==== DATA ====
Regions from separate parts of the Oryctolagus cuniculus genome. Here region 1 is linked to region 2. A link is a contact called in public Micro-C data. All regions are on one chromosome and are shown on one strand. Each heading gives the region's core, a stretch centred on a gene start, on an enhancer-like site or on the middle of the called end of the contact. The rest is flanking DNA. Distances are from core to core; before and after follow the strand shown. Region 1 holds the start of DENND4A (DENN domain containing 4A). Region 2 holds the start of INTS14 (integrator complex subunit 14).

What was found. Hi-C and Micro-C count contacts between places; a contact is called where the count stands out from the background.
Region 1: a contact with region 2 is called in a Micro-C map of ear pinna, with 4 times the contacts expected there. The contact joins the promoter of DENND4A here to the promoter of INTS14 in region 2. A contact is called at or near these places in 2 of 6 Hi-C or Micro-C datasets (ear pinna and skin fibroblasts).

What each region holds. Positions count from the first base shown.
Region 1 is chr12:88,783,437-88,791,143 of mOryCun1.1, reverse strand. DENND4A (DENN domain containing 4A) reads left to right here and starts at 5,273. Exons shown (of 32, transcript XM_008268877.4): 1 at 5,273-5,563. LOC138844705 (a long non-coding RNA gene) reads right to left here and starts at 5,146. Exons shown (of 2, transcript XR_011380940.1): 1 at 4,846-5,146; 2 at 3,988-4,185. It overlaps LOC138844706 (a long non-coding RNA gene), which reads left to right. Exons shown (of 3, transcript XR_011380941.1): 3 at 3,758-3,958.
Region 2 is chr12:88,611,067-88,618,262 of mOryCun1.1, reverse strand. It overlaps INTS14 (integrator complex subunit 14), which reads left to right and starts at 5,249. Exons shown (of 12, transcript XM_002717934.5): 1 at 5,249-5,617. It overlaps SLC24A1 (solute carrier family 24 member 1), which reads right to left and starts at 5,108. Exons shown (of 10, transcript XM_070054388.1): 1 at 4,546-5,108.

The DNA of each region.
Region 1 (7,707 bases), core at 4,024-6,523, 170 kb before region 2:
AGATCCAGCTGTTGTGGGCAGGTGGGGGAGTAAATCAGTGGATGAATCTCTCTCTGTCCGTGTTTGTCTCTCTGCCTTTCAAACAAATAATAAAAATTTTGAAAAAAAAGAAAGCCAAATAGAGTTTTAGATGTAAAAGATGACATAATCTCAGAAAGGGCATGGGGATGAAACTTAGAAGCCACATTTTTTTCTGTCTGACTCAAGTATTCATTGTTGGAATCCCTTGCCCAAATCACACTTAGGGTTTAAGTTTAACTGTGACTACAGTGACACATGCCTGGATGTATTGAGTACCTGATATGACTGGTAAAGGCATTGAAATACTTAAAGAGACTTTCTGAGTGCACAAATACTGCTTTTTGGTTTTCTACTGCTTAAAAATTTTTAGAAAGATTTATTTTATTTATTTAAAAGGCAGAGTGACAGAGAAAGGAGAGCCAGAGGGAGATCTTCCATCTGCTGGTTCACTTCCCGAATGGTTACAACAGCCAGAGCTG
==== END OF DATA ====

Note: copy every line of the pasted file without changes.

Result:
Regions from separate parts of the Oryctolagus cuniculus genome. Here region 1 is linked to region 2. A link is a contact called in public Micro-C data. All regions are on one chromosome and are shown on one strand. Each heading gives the region's core, a stretch centred on a gene start, on an enhancer-like site or on the middle of the called end of the contact. The rest is flanking DNA. Distances are from core to core; before and after follow the strand shown. Region 1 holds the start of DENND4A (DENN domain containing 4A). Region 2 holds the start of INTS14 (integrator complex subunit 14).

What was found. Hi-C and Micro-C count contacts between places; a contact is called where the count stands out from the background.
Region 1: a contact with region 2 is called in a Micro-C map of ear pinna, with 4 times the contacts expected there. The contact joins the promoter of DENND4A here to the promoter of INTS14 in region 2. A contact is called at or near these places in 2 of 6 Hi-C or Micro-C datasets (ear pinna and skin fibroblasts).

What each region holds. Positions count from the first base shown.
Region 1 is chr12:88,783,437-88,791,143 of mOryCun1.1, reverse strand. DENND4A (DENN domain containing 4A) reads left to right here and starts at 5,273. Exons shown (of 32, transcript XM_008268877.4): 1 at 5,273-5,563. LOC138844705 (a long non-coding RNA gene) reads right to left here and starts at 5,146. Exons shown (of 2, transcript XR_011380940.1): 1 at 4,846-5,146; 2 at 3,988-4,185. It overlaps LOC138844706 (a long non-coding RNA gene), which reads left to right. Exons shown (of 3, transcript XR_011380941.1): 3 at 3,758-3,958.
Region 2 is chr12:88,611,067-88,618,262 of mOryCun1.1, reverse strand. It overlaps INTS14 (integrator complex subunit 14), which reads left to right and starts at 5,249. Exons shown (of 12, transcript XM_002717934.5): 1 at 5,249-5,617. It overlaps SLC24A1 (solute carrier family 24 member 1), which reads right to left and starts at 5,108. Exons shown (of 10, transcript XM_070054388.1): 1 at 4,546-5,108.

The DNA of each region.
Region 1 (7,707 bases), core at 4,024-6,523, 170 kb before region 2:
AGATCCAGCTGTTGTGGGCAGGTGGGGGAGTAAATCAGTGGATGAATCTCTCTCTGTCCGTGTTTGTCTCTCTGCCTTTCAAACAAATAATAAAAATTTTGAAAAAAAAGAAAGCCAAATAGAGTTTTAGATGTAAAAGATGACATAATCTCAGAAAGGGCATGGGGATGAAACTTAGAAGCCACATTTTTTTCTGTCTGACTCAAGTATTCATTGTTGGAATCCCTTGCCCAAATCACACTTAGGGTTTAAGTTTAACTGTGACTACAGTGACACATGCCTGGATGTATTGAGTACCTGATATGACTGGTAAAGGCATTGAAATACTTAAAGAGACTTTCTGAGTGCACAAATACTGCTTTTTGGTTTTCTACTGCTTAAAAATTTTTAGAAAGATTTATTTTATTTATTTAAAAGGCAGAGTGACAGAGAAAGGAGAGCCAGAGGGAGATCTTCCATCTGCTGGTTCACTTCCCGAATGGTTACAACAGCCAGAGCTG